Sandoval, Republican leaders earn low marks in NPRI’s 2015 Legislative Report Card

For Immediate Release

Contact Ashley Johnson, 702-222-0642


LAS VEGAS — Just 20 lawmakers achieved voting records generally favorable to taxpayers during the 2015 Legislative Session, a new report from the Nevada Policy Research Institute finds.

NPRI’s 2015 edition of its biennial Nevada Legislative Session Review & Report Card, released today, scores lawmakers on over 80 floor votes and includes a detailed, insider narrative of the session by NPRI executive vice president Victor Joecks.

Although Republicans had unexpectedly gained control of both Legislative chambers, Gov. Brian Sandoval and Sen. Majority Leader Michael Roberson used their influence to push successfully for the largest tax increase in state history, while working behind the scenes to stop or weaken various pension and labor reforms.

The report-card rankings are calculated by the same system that the National Taxpayers Union uses to rate members of Congress. Based on a scale of zero through 100, the rankings at the high end of the scale indicate a greater commitment to low taxes, limited, accountable government and implementation of needed reforms. Legislators who score 50 or above are generally considered allies of economic liberty.

Only 20 of the 63 members of the Legislature earned scores at or above 50 percent. A quartet of Republican Assemblywomen, however, earned scores above 90 percent — better than any lawmaker scored during the 2013 Session.

Assemblywoman Robin Titus topped all lawmakers with score of 93.17 percent and earned the distinction of the “taxpayer’s best friend.” Assemblywomen Shelly Shelton, 92.86 percent, Michele Fiore, 92.78 percent, and Jill Dickman, 90.68 percent, also represented taxpayers extremely well. Men scoring highest in the Assembly included Brent Jones, 89.75 percent, and John Ellison, 89.42 percent. In the Senate, Don Gustavson, at 86.2 percent, had the highest score.

At the other end, Assemblywomen Maggie Carlton earned just a 11.8 percent — the lowest score of any politician.

Based on his decision to sign the largest tax increase in state history and bloated spending bills, Gov. Sandoval earned a score of just 43.48 percent. Sandoval and other lawmakers did receive credit for important reform bills like SB302, creating Education Savings Accounts, and AB125, reforming Nevada’s construction defects law.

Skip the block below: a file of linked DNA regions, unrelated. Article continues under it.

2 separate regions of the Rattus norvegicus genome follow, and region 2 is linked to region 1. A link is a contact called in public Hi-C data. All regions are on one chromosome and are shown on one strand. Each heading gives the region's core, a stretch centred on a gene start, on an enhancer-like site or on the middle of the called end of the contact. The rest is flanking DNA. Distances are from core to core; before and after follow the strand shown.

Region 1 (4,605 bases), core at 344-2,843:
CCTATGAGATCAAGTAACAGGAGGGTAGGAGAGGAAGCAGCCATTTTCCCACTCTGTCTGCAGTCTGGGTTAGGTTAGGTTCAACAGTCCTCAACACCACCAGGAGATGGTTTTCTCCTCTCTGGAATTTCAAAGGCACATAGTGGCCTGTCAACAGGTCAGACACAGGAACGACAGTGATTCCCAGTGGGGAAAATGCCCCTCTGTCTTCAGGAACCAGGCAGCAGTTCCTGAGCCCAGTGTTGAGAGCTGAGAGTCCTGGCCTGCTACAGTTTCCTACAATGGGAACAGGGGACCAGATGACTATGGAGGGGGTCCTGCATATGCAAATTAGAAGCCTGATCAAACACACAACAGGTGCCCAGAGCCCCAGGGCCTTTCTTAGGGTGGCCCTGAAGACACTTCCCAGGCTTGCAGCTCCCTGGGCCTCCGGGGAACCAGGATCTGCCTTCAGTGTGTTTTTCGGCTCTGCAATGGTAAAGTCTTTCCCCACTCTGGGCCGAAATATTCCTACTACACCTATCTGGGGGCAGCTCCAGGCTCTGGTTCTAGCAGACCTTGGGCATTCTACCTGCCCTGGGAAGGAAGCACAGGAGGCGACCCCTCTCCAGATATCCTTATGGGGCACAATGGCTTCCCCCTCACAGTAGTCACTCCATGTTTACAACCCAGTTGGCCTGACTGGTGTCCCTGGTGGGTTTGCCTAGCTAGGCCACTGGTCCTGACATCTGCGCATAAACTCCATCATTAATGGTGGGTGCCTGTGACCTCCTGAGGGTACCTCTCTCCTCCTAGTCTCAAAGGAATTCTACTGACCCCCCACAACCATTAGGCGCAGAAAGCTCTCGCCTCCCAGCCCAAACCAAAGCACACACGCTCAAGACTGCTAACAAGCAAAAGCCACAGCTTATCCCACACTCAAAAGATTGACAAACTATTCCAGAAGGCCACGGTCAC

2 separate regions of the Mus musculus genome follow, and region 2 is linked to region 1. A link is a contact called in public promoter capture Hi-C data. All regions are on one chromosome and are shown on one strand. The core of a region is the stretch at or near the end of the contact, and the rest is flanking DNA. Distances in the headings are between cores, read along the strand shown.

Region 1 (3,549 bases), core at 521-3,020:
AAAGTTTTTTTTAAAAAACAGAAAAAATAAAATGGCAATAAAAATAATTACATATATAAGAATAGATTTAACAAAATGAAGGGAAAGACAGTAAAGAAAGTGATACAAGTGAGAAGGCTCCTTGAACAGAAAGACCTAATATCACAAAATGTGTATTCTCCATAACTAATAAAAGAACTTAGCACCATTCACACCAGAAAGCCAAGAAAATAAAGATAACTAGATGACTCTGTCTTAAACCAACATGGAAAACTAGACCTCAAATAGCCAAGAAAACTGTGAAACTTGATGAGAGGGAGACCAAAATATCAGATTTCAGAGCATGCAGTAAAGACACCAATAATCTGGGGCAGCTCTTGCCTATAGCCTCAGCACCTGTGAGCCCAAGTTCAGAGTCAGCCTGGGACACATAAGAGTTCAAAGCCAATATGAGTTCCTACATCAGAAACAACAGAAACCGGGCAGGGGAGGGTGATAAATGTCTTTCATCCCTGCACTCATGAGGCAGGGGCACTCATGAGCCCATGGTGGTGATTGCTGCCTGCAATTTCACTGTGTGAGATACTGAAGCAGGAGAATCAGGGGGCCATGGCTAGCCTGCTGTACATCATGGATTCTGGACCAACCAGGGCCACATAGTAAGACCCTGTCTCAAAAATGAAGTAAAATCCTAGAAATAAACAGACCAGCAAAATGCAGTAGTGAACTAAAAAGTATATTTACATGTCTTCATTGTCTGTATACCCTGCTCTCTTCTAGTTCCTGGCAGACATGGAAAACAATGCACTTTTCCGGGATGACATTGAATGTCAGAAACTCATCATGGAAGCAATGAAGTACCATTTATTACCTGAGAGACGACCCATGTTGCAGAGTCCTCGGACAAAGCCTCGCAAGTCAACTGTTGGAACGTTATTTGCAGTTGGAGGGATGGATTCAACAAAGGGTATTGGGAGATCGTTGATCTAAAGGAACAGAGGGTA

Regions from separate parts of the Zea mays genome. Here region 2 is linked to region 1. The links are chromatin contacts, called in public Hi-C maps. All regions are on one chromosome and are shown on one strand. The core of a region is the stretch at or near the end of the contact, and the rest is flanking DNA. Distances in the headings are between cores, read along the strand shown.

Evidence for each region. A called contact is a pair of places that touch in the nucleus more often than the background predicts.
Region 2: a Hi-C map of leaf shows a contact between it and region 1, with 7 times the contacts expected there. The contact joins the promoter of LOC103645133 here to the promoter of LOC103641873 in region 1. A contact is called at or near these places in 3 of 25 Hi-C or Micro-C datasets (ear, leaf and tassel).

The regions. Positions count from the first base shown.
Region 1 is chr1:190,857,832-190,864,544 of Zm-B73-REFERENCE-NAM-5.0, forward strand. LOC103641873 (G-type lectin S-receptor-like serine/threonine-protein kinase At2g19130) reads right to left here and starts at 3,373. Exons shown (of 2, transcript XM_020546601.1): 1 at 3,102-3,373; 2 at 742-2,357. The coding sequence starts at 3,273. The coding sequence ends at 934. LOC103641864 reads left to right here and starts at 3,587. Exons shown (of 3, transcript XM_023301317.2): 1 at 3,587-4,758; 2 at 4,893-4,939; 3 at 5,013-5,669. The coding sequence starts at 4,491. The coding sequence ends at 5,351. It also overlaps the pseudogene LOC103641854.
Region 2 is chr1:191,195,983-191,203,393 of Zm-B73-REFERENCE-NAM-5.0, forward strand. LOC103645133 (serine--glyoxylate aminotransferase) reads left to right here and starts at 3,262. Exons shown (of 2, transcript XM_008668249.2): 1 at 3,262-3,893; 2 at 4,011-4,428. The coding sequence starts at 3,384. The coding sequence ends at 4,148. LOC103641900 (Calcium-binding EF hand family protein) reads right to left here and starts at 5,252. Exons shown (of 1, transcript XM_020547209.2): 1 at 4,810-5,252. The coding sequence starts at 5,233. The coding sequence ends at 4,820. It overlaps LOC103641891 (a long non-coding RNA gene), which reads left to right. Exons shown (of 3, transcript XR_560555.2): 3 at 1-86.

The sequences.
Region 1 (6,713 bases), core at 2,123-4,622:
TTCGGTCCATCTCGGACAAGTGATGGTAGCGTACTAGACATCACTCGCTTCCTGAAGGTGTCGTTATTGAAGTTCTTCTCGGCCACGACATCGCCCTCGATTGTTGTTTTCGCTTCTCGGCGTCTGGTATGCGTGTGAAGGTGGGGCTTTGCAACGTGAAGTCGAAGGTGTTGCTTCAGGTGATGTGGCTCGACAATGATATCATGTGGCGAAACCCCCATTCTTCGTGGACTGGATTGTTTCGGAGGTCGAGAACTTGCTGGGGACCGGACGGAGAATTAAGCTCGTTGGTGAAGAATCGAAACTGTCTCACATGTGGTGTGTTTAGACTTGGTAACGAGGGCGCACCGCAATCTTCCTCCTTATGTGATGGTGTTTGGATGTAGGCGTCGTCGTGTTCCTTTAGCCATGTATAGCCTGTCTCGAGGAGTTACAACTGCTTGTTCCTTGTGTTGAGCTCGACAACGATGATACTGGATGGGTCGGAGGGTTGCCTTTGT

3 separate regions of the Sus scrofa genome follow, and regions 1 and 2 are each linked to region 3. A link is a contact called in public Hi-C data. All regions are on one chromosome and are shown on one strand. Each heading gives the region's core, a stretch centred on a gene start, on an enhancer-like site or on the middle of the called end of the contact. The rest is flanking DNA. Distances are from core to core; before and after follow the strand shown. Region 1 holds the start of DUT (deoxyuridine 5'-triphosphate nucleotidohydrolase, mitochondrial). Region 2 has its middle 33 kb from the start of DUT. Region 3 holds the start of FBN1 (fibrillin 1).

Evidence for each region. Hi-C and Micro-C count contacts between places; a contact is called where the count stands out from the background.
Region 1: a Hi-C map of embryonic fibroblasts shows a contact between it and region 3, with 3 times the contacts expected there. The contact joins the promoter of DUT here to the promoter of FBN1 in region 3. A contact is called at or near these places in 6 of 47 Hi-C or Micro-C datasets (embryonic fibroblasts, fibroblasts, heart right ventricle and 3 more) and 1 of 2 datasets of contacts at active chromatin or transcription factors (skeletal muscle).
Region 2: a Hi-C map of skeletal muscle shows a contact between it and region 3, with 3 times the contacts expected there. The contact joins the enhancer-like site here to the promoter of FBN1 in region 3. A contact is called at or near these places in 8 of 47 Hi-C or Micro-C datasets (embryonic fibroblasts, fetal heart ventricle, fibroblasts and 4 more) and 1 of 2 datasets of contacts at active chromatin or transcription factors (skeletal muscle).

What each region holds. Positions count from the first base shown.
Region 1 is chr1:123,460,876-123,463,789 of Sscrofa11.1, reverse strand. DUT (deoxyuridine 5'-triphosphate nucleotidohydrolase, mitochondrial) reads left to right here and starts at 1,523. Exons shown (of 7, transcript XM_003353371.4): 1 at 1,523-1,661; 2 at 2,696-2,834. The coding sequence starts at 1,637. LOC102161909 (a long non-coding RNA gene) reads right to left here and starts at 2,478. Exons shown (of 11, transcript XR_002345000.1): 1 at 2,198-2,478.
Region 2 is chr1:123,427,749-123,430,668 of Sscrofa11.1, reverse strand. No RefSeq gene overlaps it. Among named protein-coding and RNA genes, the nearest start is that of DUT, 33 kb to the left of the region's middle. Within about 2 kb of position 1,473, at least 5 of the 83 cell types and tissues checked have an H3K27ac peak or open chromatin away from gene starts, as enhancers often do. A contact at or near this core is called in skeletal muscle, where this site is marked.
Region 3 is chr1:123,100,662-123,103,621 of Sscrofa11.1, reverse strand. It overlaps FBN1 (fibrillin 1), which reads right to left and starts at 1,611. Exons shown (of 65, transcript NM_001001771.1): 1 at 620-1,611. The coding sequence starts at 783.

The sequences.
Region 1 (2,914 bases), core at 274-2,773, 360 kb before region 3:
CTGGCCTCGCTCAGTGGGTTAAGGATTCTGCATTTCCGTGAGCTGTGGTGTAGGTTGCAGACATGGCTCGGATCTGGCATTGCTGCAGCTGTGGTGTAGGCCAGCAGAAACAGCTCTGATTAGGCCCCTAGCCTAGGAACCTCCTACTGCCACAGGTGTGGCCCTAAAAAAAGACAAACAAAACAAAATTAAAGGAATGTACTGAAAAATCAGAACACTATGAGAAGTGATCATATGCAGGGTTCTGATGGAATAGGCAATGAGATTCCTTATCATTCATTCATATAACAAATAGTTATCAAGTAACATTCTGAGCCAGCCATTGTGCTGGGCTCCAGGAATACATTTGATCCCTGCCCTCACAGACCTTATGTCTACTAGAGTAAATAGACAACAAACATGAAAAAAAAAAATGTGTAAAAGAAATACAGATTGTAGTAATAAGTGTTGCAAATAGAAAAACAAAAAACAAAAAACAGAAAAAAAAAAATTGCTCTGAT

“These grades make clear who voted on behalf of taxpayers and who decided to please the special-interest lobbyists that swarmed Carson City,” said Joecks. “When talking with voters, Republican candidates pledged their support for lower taxes and less government. Unfortunately, many of those same politicians went back on their commitments and voted for the largest tax increase in Nevada history.

“Because most Nevadans don’t have time to track over 80 floor votes, NPRI’s scorecard provides a consolidated measurement of how a lawmaker’s votes advanced or hindered economic liberty.”

Elected Republican legislative leaders had some of the lowest scores in their caucuses. Speaker John Hambrick and Assembly Majority Leader Paul Anderson, who the report notes was the individual widely considered the driving force in Assembly leadership, had identical scores of 43.79 percent. The average for the Assembly caucus, however, was 65.37 percent.

Roberson and five other Republican Senators, Greg Brower, Patricia Farley, Joe Hardy, Becky Harris and Ben Kieckhefer, all had identical scores, earning grades of just 38.72 percent. The Senate Republican caucus average was 49.77 percent.

“The scores from the Report Card also show just how important leadership is in the Legislative process. With left-leaning Republicans at the helm, lawmakers considered the largest tax increase in state history, instead of pushing through substantive and needed labor and pension reforms,” said Joecks.

The narrative also explains how Assembly leaders undercut conservatives in the GOP caucus who were open to compromise, in order to pass even more liberal measures, such as SB207, a $4-plus billion property tax increase that was imposed with no popular vote.

The 2015 Nevada Legislative Session Review & Report Card also identifies the behind-the-scenes maneuvering that led to the passage of SB302. Among other factors, the capitol building buzzed with reports that Assemblyman Pat Hickey told Sandoval that Hickey wouldn’t support Sandoval’s tax increases without the passage of SB302. In the week preceding the tax vote, SB302 passed Senate Finance, the Senate, Assembly Education and the Assembly in the course of four days.

“The grades in NPRI’s Report Card simply reflect a lawmaker’s record. These scores reveal lawmaker’s votes, not often-hollow promises made to constituents,” noted Joecks.

“These Report Card scores give voters the ability to cut through political rhetoric and identify whether their legislators are actually committed to advancing conservative goals or are just campaigning as conservatives to get elected.”

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Media inquiries should be directed to Kevin Dietrich, NPRI's Communications Director.
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